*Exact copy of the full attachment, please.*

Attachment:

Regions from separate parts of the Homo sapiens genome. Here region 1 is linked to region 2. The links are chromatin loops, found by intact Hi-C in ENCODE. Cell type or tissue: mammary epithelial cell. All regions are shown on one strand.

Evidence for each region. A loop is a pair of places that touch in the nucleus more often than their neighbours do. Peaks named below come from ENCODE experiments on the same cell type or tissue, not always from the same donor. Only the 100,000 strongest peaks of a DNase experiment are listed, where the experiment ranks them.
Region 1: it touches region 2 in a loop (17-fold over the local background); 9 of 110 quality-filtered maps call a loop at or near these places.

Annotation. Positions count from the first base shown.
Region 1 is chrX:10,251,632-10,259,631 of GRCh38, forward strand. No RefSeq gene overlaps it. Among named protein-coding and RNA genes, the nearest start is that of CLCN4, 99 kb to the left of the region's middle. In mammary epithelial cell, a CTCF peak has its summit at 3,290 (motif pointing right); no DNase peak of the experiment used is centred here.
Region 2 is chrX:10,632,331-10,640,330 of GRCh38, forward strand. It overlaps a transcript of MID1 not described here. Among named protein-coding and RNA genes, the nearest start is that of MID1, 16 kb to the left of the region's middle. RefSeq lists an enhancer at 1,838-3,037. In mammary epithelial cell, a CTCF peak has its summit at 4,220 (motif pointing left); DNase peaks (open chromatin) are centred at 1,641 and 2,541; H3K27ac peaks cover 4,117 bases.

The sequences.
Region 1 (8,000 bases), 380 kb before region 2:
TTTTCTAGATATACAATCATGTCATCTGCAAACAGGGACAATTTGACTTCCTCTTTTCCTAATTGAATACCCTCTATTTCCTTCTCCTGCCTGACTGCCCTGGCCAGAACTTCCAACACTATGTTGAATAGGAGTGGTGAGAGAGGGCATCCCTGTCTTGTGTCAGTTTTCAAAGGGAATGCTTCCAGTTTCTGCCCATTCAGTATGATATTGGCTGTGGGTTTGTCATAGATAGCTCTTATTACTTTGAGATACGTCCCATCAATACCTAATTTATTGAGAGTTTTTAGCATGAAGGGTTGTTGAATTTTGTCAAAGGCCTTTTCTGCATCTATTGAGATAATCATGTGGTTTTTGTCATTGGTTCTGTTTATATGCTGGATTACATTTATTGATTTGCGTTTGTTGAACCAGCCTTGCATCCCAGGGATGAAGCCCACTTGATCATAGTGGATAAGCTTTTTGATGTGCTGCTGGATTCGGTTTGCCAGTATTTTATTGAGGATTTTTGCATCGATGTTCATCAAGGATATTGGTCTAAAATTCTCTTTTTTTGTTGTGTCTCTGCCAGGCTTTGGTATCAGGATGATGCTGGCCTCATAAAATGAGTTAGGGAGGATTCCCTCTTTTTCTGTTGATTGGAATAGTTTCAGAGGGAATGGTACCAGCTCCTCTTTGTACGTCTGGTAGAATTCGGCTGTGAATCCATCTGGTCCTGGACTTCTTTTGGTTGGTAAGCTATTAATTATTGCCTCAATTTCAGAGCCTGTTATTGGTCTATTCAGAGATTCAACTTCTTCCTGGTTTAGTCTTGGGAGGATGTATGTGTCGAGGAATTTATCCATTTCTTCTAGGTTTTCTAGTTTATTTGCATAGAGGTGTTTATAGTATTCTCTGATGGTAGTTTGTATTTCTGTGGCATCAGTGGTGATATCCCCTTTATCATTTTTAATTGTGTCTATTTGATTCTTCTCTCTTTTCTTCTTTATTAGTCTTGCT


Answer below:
Regions from separate parts of the Homo sapiens genome. Here region 1 is linked to region 2. The links are chromatin loops, found by intact Hi-C in ENCODE. Cell type or tissue: mammary epithelial cell. All regions are shown on one strand.

Evidence for each region. A loop is a pair of places that touch in the nucleus more often than their neighbours do. Peaks named below come from ENCODE experiments on the same cell type or tissue, not always from the same donor. Only the 100,000 strongest peaks of a DNase experiment are listed, where the experiment ranks them.
Region 1: it touches region 2 in a loop (17-fold over the local background); 9 of 110 quality-filtered maps call a loop at or near these places.

Annotation. Positions count from the first base shown.
Region 1 is chrX:10,251,632-10,259,631 of GRCh38, forward strand. No RefSeq gene overlaps it. Among named protein-coding and RNA genes, the nearest start is that of CLCN4, 99 kb to the left of the region's middle. In mammary epithelial cell, a CTCF peak has its summit at 3,290 (motif pointing right); no DNase peak of the experiment used is centred here.
Region 2 is chrX:10,632,331-10,640,330 of GRCh38, forward strand. It overlaps a transcript of MID1 not described here. Among named protein-coding and RNA genes, the nearest start is that of MID1, 16 kb to the left of the region's middle. RefSeq lists an enhancer at 1,838-3,037. In mammary epithelial cell, a CTCF peak has its summit at 4,220 (motif pointing left); DNase peaks (open chromatin) are centred at 1,641 and 2,541; H3K27ac peaks cover 4,117 bases.

The sequences.
Region 1 (8,000 bases), 380 kb before region 2:
TTTTCTAGATATACAATCATGTCATCTGCAAACAGGGACAATTTGACTTCCTCTTTTCCTAATTGAATACCCTCTATTTCCTTCTCCTGCCTGACTGCCCTGGCCAGAACTTCCAACACTATGTTGAATAGGAGTGGTGAGAGAGGGCATCCCTGTCTTGTGTCAGTTTTCAAAGGGAATGCTTCCAGTTTCTGCCCATTCAGTATGATATTGGCTGTGGGTTTGTCATAGATAGCTCTTATTACTTTGAGATACGTCCCATCAATACCTAATTTATTGAGAGTTTTTAGCATGAAGGGTTGTTGAATTTTGTCAAAGGCCTTTTCTGCATCTATTGAGATAATCATGTGGTTTTTGTCATTGGTTCTGTTTATATGCTGGATTACATTTATTGATTTGCGTTTGTTGAACCAGCCTTGCATCCCAGGGATGAAGCCCACTTGATCATAGTGGATAAGCTTTTTGATGTGCTGCTGGATTCGGTTTGCCAGTATTTTATTGAGGATTTTTGCATCGATGTTCATCAAGGATATTGGTCTAAAATTCTCTTTTTTTGTTGTGTCTCTGCCAGGCTTTGGTATCAGGATGATGCTGGCCTCATAAAATGAGTTAGGGAGGATTCCCTCTTTTTCTGTTGATTGGAATAGTTTCAGAGGGAATGGTACCAGCTCCTCTTTGTACGTCTGGTAGAATTCGGCTGTGAATCCATCTGGTCCTGGACTTCTTTTGGTTGGTAAGCTATTAATTATTGCCTCAATTTCAGAGCCTGTTATTGGTCTATTCAGAGATTCAACTTCTTCCTGGTTTAGTCTTGGGAGGATGTATGTGTCGAGGAATTTATCCATTTCTTCTAGGTTTTCTAGTTTATTTGCATAGAGGTGTTTATAGTATTCTCTGATGGTAGTTTGTATTTCTGTGGCATCAGTGGTGATATCCCCTTTATCATTTTTAATTGTGTCTATTTGATTCTTCTCTCTTTTCTTCTTTATTAGTCTTGCT